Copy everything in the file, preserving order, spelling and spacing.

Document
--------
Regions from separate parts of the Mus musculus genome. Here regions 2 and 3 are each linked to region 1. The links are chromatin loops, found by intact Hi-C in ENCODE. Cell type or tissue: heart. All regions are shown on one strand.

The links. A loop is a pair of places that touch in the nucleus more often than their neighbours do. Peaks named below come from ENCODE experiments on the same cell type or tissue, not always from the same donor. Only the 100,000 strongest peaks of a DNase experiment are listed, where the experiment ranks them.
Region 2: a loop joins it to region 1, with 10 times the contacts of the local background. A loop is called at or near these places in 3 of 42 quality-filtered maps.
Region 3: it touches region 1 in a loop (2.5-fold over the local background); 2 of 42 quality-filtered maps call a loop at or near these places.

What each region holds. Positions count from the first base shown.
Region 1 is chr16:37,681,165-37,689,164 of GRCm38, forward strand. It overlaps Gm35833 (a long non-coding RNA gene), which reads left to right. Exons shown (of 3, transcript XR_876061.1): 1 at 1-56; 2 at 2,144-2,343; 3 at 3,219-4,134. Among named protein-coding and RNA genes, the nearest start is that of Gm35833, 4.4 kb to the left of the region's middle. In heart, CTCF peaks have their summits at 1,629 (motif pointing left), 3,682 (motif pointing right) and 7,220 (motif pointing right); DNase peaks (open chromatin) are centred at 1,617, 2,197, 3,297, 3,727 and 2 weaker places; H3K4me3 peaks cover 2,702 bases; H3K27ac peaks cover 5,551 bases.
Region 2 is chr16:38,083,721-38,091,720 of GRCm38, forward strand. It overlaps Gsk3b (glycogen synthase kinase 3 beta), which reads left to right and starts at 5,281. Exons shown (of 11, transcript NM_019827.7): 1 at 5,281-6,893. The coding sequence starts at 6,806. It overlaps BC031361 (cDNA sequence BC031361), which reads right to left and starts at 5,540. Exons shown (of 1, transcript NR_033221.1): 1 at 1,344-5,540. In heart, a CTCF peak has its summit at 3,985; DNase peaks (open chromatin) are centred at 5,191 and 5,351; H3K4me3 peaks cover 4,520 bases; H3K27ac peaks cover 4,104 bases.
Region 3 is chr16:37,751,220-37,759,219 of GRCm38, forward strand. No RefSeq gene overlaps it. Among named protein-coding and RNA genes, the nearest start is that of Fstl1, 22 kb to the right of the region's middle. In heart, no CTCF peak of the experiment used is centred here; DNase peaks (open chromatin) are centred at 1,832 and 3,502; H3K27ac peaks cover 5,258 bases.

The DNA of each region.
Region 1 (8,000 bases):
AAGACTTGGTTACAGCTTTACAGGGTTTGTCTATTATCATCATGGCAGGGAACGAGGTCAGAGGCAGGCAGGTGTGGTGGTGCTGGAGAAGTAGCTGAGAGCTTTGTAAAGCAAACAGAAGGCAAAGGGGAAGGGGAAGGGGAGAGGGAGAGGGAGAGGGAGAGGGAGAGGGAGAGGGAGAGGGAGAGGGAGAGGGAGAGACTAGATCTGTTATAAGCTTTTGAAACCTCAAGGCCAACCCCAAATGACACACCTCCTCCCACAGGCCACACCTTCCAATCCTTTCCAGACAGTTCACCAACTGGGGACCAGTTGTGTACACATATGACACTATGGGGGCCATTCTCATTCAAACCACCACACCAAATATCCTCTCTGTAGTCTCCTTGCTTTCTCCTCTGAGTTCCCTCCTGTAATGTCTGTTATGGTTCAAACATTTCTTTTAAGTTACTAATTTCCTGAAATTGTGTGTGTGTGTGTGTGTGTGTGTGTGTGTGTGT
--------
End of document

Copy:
Regions from separate parts of the Mus musculus genome. Here regions 2 and 3 are each linked to region 1. The links are chromatin loops, found by intact Hi-C in ENCODE. Cell type or tissue: heart. All regions are shown on one strand.

The links. A loop is a pair of places that touch in the nucleus more often than their neighbours do. Peaks named below come from ENCODE experiments on the same cell type or tissue, not always from the same donor. Only the 100,000 strongest peaks of a DNase experiment are listed, where the experiment ranks them.
Region 2: a loop joins it to region 1, with 10 times the contacts of the local background. A loop is called at or near these places in 3 of 42 quality-filtered maps.
Region 3: it touches region 1 in a loop (2.5-fold over the local background); 2 of 42 quality-filtered maps call a loop at or near these places.

What each region holds. Positions count from the first base shown.
Region 1 is chr16:37,681,165-37,689,164 of GRCm38, forward strand. It overlaps Gm35833 (a long non-coding RNA gene), which reads left to right. Exons shown (of 3, transcript XR_876061.1): 1 at 1-56; 2 at 2,144-2,343; 3 at 3,219-4,134. Among named protein-coding and RNA genes, the nearest start is that of Gm35833, 4.4 kb to the left of the region's middle. In heart, CTCF peaks have their summits at 1,629 (motif pointing left), 3,682 (motif pointing right) and 7,220 (motif pointing right); DNase peaks (open chromatin) are centred at 1,617, 2,197, 3,297, 3,727 and 2 weaker places; H3K4me3 peaks cover 2,702 bases; H3K27ac peaks cover 5,551 bases.
Region 2 is chr16:38,083,721-38,091,720 of GRCm38, forward strand. It overlaps Gsk3b (glycogen synthase kinase 3 beta), which reads left to right and starts at 5,281. Exons shown (of 11, transcript NM_019827.7): 1 at 5,281-6,893. The coding sequence starts at 6,806. It overlaps BC031361 (cDNA sequence BC031361), which reads right to left and starts at 5,540. Exons shown (of 1, transcript NR_033221.1): 1 at 1,344-5,540. In heart, a CTCF peak has its summit at 3,985; DNase peaks (open chromatin) are centred at 5,191 and 5,351; H3K4me3 peaks cover 4,520 bases; H3K27ac peaks cover 4,104 bases.
Region 3 is chr16:37,751,220-37,759,219 of GRCm38, forward strand. No RefSeq gene overlaps it. Among named protein-coding and RNA genes, the nearest start is that of Fstl1, 22 kb to the right of the region's middle. In heart, no CTCF peak of the experiment used is centred here; DNase peaks (open chromatin) are centred at 1,832 and 3,502; H3K27ac peaks cover 5,258 bases.

The DNA of each region.
Region 1 (8,000 bases):
AAGACTTGGTTACAGCTTTACAGGGTTTGTCTATTATCATCATGGCAGGGAACGAGGTCAGAGGCAGGCAGGTGTGGTGGTGCTGGAGAAGTAGCTGAGAGCTTTGTAAAGCAAACAGAAGGCAAAGGGGAAGGGGAAGGGGAGAGGGAGAGGGAGAGGGAGAGGGAGAGGGAGAGGGAGAGGGAGAGGGAGAGGGAGAGACTAGATCTGTTATAAGCTTTTGAAACCTCAAGGCCAACCCCAAATGACACACCTCCTCCCACAGGCCACACCTTCCAATCCTTTCCAGACAGTTCACCAACTGGGGACCAGTTGTGTACACATATGACACTATGGGGGCCATTCTCATTCAAACCACCACACCAAATATCCTCTCTGTAGTCTCCTTGCTTTCTCCTCTGAGTTCCCTCCTGTAATGTCTGTTATGGTTCAAACATTTCTTTTAAGTTACTAATTTCCTGAAATTGTGTGTGTGTGTGTGTGTGTGTGTGTGTGTGTGT